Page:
According to the Constitution of Mexico, the protection of personal data is a fundamental right of all Mexican citizens. Under federal law, individuals also have a right to access, change, oppose, or suppress their personal data. Although all private companies process data, some are not sufficiently familiar with Mexico’s data privacy principles and regulations, and many may not have an up-to-date assessment of their own risk of a data breach. In addition, they may not be aware that the Mexican Supreme Court’s recent shift in perspective regarding personal injury cases may herald a change in the way data privacy breaches are handled in the future.
Making predictions for the year ahead is possibly as desirable as unreliable. In a world of unlimited data and advanced science, it would be tempting to think that the future is already written. Algorithms and artificial intelligence will show us what lies ahead with immaculate accuracy. Or perhaps not. At least not yet. To say that the world is in turmoil is an understatement and the same is true of the world of privacy and data protection, which makes predicting the future particularly tricky. But since the urge to plan, budget and prepare for what is likely to happen next is so real, now is a good time to pause, reflect about what’s going on, and make some predictions for 2018.
Hot on the heels of the European Commission’s official review of the functioning of the EU-U.S. Privacy Shield framework, the Article 29 Working Party (Working Party) of EU data protection regulators has issued its own report on the matter. The summary of findings by the Working Party, which draws from both written submissions and oral contributions, begins by commending U.S. authorities for their efforts in establishing a procedural framework to support the operation of Privacy Shield but quickly shifts to the Working Party’s concerns. Should the concerns not be addressed by the time of the second joint review, the Working Party notes that its members will “take appropriate action,” including bringing a Privacy Shield adequacy decision to national courts for reference to the Court of Justice of the European Union (CJEU) for a preliminary ruling.
While the precise importance and role of Privacy Shield in a post-GDPR world where contractual mechanisms and BCR seem to be given prominence remains to be seen, approximately 2,500 organizations currently rely on the framework for the transfer of personal data from the European Union to the U.S. The referral of Privacy Shield to the CJEU would cast the validity of such transfers into doubt, so the next few months will be critical in this respect.
Two weeks ago, certain territorial divisions of the Russian Data Protection Authority, Roskomnadzor, published their 2018 plans for conducting inspections of local companies’ compliance with Russian data privacy requirements, including with Russia’s data localization requirement. The inspection plans contain a number of prominent multi-national and Russian companies.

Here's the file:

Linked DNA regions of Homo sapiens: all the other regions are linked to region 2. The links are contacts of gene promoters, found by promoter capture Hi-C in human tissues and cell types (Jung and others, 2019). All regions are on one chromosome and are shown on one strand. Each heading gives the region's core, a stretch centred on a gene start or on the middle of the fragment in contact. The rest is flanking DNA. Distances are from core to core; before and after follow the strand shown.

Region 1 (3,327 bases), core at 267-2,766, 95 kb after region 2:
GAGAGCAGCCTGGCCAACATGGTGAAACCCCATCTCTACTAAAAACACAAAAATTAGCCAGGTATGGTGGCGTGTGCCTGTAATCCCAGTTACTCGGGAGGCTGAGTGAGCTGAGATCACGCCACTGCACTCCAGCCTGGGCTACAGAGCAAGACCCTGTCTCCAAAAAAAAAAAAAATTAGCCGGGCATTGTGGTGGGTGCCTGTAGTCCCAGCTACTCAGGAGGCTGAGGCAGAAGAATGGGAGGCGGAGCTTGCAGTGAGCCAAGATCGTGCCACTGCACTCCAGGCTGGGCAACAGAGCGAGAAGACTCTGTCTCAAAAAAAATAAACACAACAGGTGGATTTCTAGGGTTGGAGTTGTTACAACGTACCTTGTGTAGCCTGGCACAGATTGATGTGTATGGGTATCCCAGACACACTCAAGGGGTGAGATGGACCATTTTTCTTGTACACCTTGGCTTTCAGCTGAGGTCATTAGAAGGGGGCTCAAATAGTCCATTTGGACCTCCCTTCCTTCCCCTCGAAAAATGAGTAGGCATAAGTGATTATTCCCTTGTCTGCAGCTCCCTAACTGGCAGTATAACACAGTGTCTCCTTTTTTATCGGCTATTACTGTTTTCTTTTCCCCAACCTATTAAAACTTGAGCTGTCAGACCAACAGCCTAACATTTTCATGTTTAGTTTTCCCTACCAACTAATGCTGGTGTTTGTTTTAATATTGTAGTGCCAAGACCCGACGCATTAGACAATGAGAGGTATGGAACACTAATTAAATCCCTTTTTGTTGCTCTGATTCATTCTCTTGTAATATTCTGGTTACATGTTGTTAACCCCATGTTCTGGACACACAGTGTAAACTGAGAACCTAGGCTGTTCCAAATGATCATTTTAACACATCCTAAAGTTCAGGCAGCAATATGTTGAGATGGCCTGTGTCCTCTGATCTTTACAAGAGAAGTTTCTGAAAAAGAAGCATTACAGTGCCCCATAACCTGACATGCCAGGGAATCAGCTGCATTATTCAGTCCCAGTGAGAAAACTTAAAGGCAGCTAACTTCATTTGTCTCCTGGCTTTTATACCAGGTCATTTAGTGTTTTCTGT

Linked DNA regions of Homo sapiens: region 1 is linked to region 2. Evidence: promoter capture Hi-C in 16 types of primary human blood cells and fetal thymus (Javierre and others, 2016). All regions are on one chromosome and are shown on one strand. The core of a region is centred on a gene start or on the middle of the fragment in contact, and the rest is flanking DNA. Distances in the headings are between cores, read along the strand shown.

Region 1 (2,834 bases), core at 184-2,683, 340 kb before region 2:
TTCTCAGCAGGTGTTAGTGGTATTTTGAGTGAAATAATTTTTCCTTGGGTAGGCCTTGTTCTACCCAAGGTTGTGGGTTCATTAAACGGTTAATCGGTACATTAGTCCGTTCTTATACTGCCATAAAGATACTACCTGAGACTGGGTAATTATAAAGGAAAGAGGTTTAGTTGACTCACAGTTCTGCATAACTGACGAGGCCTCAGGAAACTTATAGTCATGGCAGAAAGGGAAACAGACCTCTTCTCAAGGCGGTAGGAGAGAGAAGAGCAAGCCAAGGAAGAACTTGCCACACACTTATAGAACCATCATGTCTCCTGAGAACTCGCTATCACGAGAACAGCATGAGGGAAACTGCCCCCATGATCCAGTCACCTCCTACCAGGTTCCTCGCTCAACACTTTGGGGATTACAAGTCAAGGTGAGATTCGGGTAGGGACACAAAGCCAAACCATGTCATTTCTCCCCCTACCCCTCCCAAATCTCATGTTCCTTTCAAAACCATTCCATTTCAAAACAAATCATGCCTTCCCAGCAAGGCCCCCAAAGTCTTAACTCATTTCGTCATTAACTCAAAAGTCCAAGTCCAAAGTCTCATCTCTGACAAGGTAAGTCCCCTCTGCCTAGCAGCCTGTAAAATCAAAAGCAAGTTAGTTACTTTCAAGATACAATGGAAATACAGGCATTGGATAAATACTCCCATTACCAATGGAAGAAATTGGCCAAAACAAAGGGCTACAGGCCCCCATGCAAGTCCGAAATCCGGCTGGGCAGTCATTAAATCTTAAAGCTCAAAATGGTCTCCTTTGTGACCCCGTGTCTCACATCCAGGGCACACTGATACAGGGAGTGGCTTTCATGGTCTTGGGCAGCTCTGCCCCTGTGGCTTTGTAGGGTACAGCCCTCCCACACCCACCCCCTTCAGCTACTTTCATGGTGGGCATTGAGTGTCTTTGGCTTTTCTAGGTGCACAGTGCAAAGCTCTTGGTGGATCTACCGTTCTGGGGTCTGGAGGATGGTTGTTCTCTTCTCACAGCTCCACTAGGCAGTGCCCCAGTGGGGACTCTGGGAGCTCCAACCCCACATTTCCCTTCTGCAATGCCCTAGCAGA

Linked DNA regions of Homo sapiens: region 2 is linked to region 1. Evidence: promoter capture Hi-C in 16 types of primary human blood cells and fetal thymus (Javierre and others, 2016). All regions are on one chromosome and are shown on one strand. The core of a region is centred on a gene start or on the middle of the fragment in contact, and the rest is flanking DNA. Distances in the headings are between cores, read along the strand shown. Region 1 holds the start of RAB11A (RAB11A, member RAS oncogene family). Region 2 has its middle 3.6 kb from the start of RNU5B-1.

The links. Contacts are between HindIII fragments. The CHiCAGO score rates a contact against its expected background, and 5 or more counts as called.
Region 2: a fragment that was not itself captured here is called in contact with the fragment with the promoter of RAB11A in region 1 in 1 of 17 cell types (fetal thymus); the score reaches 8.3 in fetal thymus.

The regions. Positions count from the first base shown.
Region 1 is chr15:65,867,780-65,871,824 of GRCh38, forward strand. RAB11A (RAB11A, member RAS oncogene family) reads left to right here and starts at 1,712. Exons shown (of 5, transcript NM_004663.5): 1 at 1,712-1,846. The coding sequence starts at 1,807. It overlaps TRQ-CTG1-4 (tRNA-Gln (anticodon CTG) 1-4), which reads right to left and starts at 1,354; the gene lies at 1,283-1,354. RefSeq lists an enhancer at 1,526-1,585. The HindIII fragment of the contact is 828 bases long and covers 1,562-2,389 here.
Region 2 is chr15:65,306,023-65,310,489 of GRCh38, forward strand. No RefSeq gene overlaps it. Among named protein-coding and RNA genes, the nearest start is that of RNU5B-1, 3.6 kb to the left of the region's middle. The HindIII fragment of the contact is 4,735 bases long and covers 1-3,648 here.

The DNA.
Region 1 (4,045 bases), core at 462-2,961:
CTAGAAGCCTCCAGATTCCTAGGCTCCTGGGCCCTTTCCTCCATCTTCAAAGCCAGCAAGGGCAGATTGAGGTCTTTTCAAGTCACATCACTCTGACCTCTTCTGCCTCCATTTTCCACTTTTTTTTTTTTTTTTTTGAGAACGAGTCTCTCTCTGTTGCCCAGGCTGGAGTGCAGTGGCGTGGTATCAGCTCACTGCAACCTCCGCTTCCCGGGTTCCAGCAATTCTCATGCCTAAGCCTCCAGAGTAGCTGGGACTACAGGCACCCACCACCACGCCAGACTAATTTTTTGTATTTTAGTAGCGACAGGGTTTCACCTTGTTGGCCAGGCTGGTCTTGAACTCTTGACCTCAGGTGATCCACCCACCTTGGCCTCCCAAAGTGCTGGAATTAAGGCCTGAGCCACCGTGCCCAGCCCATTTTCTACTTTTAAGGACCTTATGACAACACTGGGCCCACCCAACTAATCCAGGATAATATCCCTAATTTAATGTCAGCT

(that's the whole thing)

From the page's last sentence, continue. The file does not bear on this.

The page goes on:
Please join us for our November 2017 Privacy and Cybersecurity Events.
Join us tomorrow, October 25 for the next installment of our 2017 Internet of Things (IoT) webinar series and get practical guidance on privacy compliance challenges presented by the IoT. Continue Reading
Last Monday, the Supreme Court granted certiorari in the Microsoft search warrant case, a case in which Microsoft challenged the U.S. government’s right to use the warrant process to obtain certain emails stored overseas. Some view the upcoming decision as signaling the level of access the U.S. government will have to the growing troves of data U.S.-based technology companies hold about citizens of the world. And regulators in the EU and other jurisdictions may view a reversal of the Second Circuit decision as a negative factor when considering the protections the U.S. government afford their citizens’ data. The case was previously decided twice in Microsoft’s favor in the Second Circuit, which declined to grant en banc review by a 4-4 decision.
The complexity of the EU General Data Protection Regulation (“GDPR”) is often alleviated by the guidance of regulatory authorities who contribute their practical interpretation of the black letter of the law and provide welcome certainty. However, the latest draft guidelines issued by the Article 29 Working Party (“WP”) on automated decision-making has thrown up a particular curve ball which bears further investigation. It relates to whether Article 22(1) of the GDPR should be read as a right available to data subjects or as a straightforward prohibition for controllers.
Growing evidence suggests that existing Telephone Consumer Protection Act (“TCPA”) compliance challenges, and the current TCPA litigation landscape, are increasingly a threat to many U.S. companies – particularly small businesses that have fewer resources and could face financial ruin if targeted by a class action lawsuit. To help address this issue and support the U.S. economy, Congress and the Federal Communications Commission (“FCC”) should revise the current TCPA framework and facilitate reasonable, practical compliance approaches for companies attempting in good faith to communicate with customers.
On 6 October, the German Federal Cartel Office (“FCO”) launched its new series of papers on “Competition and Consumer Protection in the Digital Economy.” The first paper deals with “Big Data and Competition.” The same day, a “real-life example” of competition enforcement in Big Data became public. The EU Commission confirmed unannounced inspections in “a few Member States” concerning online access to bank customer’s account data by competing service providers.